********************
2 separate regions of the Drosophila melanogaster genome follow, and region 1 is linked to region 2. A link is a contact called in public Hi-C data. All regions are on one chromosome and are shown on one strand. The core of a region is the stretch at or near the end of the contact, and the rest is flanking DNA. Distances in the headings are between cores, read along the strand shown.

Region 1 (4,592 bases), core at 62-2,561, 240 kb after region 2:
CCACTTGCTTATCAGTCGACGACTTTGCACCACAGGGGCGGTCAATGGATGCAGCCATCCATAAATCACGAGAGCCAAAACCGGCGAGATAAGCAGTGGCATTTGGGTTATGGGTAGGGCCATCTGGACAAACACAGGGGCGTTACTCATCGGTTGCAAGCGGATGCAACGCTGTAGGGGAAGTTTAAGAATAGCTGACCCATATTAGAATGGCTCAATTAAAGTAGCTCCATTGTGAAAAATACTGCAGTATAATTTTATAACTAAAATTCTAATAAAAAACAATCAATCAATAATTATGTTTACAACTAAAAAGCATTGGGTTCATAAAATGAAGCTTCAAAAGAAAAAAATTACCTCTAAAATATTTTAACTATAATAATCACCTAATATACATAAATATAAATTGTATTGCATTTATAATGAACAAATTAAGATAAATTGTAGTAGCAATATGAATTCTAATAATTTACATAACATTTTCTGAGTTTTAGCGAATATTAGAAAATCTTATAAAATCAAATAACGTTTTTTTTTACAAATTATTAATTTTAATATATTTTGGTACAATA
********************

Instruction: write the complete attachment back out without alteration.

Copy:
2 separate regions of the Drosophila melanogaster genome follow, and region 1 is linked to region 2. A link is a contact called in public Hi-C data. All regions are on one chromosome and are shown on one strand. The core of a region is the stretch at or near the end of the contact, and the rest is flanking DNA. Distances in the headings are between cores, read along the strand shown.

Region 1 (4,592 bases), core at 62-2,561, 240 kb after region 2:
CCACTTGCTTATCAGTCGACGACTTTGCACCACAGGGGCGGTCAATGGATGCAGCCATCCATAAATCACGAGAGCCAAAACCGGCGAGATAAGCAGTGGCATTTGGGTTATGGGTAGGGCCATCTGGACAAACACAGGGGCGTTACTCATCGGTTGCAAGCGGATGCAACGCTGTAGGGGAAGTTTAAGAATAGCTGACCCATATTAGAATGGCTCAATTAAAGTAGCTCCATTGTGAAAAATACTGCAGTATAATTTTATAACTAAAATTCTAATAAAAAACAATCAATCAATAATTATGTTTACAACTAAAAAGCATTGGGTTCATAAAATGAAGCTTCAAAAGAAAAAAATTACCTCTAAAATATTTTAACTATAATAATCACCTAATATACATAAATATAAATTGTATTGCATTTATAATGAACAAATTAAGATAAATTGTAGTAGCAATATGAATTCTAATAATTTACATAACATTTTCTGAGTTTTAGCGAATATTAGAAAATCTTATAAAATCAAATAACGTTTTTTTTTACAAATTATTAATTTTAATATATTTTGGTACAATA